CHICAGO (WLS) --Hundreds of pages of documents, hours of dashcam video and 911 tapes related to the death of a man who died in Chicago police custody were obtained Friday by ABC7 under the Freedom of Information Act.
Heriberto Godinez died last summer in Brighton Park, and his family has since been asking the city to release the video of his death.
The 911 call audio, along with officer testimony, includes detailed accounts from officers who responded the night of Godinez's death. Police had responded to a call of an assault in progress. When they arrived, they said they found Godinez ransacking a garage.
The video shows one officer trying to restrain Godinez on the ground. He was handcuffed, but became agitated.
As the camera continues to record, more officers arrive and Godinez remains on the ground. At one point, it appears that one officer stands on Godinez. Both feet appear to be off the ground, with one on Godinez.
Officers soon called for an ambulance. He later died in a police vehicle, handcuffed and face-down.
"They treated my brother worse than an animal" said his sister Janet Godinez, who viewed the dashcam video for the time on Friday. "My brother was hiding. My brother was scared. They were standing on his neck while my brother was handcuffed."
At the time, officers said he was sweating and breathing heavily before he died at the scene of his arrest.
The Cook County Medical Examiner's Office ruled his manner of death as undetermined, noting that cocaine, cannabis and alcohol were contributing factors.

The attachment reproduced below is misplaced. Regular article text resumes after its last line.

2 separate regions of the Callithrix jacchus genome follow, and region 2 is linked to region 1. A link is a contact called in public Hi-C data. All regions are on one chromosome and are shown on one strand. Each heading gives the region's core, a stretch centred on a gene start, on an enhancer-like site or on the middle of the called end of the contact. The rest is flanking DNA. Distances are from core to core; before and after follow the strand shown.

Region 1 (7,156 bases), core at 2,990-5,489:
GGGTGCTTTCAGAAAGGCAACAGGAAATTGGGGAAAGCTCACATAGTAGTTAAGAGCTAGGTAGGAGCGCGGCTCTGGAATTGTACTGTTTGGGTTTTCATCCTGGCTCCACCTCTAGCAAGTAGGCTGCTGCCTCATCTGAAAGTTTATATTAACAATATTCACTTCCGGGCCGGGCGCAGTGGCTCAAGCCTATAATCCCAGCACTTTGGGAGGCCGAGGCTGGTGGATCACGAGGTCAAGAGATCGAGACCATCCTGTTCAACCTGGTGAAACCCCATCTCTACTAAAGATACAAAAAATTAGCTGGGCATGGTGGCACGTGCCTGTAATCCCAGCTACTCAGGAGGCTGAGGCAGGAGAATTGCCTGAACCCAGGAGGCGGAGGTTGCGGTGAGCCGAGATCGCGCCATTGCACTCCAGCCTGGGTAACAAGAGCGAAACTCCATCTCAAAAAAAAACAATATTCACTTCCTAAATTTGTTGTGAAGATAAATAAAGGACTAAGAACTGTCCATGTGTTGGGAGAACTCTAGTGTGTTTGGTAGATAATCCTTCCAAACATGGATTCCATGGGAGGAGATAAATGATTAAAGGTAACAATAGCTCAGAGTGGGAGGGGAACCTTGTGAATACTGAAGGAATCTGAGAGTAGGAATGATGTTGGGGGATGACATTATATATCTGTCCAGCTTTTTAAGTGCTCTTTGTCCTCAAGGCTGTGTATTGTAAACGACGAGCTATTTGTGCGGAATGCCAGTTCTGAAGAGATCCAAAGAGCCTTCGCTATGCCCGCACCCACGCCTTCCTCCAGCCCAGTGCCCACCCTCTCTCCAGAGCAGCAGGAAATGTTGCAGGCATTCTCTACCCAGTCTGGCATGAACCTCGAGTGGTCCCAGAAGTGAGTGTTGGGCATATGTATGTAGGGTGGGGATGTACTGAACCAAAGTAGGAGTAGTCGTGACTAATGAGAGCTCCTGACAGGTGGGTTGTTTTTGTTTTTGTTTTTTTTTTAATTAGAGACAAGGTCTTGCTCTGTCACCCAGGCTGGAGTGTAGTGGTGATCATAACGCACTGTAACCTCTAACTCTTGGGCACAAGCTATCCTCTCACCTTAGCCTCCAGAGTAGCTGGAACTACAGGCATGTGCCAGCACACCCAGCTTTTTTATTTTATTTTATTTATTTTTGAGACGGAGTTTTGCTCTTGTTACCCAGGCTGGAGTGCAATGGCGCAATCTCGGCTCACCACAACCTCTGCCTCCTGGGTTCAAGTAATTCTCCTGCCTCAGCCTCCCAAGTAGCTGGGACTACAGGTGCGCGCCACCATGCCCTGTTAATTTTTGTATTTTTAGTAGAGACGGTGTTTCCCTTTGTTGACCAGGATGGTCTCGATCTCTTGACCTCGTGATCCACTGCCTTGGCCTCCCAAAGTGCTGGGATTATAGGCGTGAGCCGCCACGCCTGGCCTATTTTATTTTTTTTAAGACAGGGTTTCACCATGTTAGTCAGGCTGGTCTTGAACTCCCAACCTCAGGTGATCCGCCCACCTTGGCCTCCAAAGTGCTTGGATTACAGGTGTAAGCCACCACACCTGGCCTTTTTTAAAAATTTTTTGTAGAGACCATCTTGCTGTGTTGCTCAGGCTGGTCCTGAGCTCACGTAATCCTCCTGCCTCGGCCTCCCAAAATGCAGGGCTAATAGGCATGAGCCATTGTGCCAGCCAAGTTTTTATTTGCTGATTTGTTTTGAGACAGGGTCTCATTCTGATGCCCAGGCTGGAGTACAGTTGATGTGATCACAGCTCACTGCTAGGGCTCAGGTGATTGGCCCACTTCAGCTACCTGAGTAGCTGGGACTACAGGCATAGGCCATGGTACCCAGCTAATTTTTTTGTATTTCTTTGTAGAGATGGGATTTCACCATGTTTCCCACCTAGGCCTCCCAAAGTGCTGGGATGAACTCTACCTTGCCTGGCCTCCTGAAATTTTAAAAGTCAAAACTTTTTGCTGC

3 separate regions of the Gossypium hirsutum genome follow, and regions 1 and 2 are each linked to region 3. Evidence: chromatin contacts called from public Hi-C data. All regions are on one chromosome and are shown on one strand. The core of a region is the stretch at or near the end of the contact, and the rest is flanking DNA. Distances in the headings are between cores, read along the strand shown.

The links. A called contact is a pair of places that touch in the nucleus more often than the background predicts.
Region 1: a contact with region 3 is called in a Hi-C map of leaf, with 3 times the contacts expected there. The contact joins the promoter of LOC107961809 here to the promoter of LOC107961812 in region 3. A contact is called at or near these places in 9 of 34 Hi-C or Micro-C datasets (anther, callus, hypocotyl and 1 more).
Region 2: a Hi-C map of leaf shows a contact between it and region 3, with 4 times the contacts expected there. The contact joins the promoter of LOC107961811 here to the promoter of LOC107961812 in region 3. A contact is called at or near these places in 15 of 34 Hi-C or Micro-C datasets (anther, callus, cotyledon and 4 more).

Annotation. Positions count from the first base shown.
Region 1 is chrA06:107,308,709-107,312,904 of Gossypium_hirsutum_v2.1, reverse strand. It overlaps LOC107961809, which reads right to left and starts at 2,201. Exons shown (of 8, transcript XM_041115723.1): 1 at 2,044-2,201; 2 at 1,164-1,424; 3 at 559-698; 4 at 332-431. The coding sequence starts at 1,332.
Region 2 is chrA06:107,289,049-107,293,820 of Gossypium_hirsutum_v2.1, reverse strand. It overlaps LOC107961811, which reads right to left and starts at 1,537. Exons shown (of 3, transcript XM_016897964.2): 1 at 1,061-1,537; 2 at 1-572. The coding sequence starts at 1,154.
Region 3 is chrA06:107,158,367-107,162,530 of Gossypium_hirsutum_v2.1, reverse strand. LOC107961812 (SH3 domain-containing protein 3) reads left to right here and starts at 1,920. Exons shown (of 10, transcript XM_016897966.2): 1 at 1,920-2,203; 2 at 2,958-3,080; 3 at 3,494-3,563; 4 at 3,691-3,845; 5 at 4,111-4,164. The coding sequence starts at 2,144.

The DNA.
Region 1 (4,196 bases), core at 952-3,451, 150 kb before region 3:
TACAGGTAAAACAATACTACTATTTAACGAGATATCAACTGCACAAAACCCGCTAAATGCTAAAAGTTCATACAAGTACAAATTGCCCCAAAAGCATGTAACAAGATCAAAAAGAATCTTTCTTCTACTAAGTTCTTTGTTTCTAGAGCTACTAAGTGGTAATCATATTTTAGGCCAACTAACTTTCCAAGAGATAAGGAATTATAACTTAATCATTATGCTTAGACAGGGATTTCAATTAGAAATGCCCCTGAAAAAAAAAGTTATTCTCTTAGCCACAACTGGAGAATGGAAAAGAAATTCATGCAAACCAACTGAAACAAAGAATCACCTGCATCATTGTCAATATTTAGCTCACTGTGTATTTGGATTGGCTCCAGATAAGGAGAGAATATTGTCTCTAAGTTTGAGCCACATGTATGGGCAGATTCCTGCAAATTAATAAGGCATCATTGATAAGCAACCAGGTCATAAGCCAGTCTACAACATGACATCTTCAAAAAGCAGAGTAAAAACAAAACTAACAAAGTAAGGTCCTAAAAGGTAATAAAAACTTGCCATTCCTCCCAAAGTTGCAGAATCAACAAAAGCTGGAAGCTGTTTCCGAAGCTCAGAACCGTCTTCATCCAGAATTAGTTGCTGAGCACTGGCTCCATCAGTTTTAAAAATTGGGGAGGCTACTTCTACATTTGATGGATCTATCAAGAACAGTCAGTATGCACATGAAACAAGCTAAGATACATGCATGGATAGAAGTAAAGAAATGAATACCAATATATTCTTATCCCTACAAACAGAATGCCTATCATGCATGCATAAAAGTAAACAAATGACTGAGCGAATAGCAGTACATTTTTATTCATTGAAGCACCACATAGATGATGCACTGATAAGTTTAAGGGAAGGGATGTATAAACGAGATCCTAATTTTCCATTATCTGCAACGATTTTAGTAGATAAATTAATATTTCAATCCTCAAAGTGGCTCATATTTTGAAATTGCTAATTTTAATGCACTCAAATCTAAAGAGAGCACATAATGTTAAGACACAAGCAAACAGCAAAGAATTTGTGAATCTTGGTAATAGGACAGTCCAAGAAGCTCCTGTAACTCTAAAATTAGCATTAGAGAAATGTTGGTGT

Two officers involved have been taken off operational duty, pending the outcome of an investigation by the Independent Police Review Authority, according to a statement released Friday afternoon by Chicago Police Supt. Eddie Johnson.
"As Superintendent, one of my top priorities is establishing a culture of accountability at every level of the police department, from top command staff to the rank and file. Holding each other accountable is a central piece to rebuilding the frayed trust between the department and communities we serve," Johnson said. "The actions by two officers in the video are concerning, and as a result, I have removed them from operational duties pending the outcome of IPRA's thorough investigation."
On Friday, the family's attorney said they were not aware that the city was releasing information.
Attorney Jeffrey Granich called the surprise release "despicable," noting that a newspaper reporter notified him of the release and that the city has now sent him all the documents that were released under FOIA.
Granich said he plans to file a federal lawsuit on behalf of the family next week to hold the officers involved responsible.
A statement from city states: "The family's attorney was notified on Monday, April 11, that the video would be released this week. We produced the video to the family's attorney and another FOIA requester, and it was then later released to other media outlets."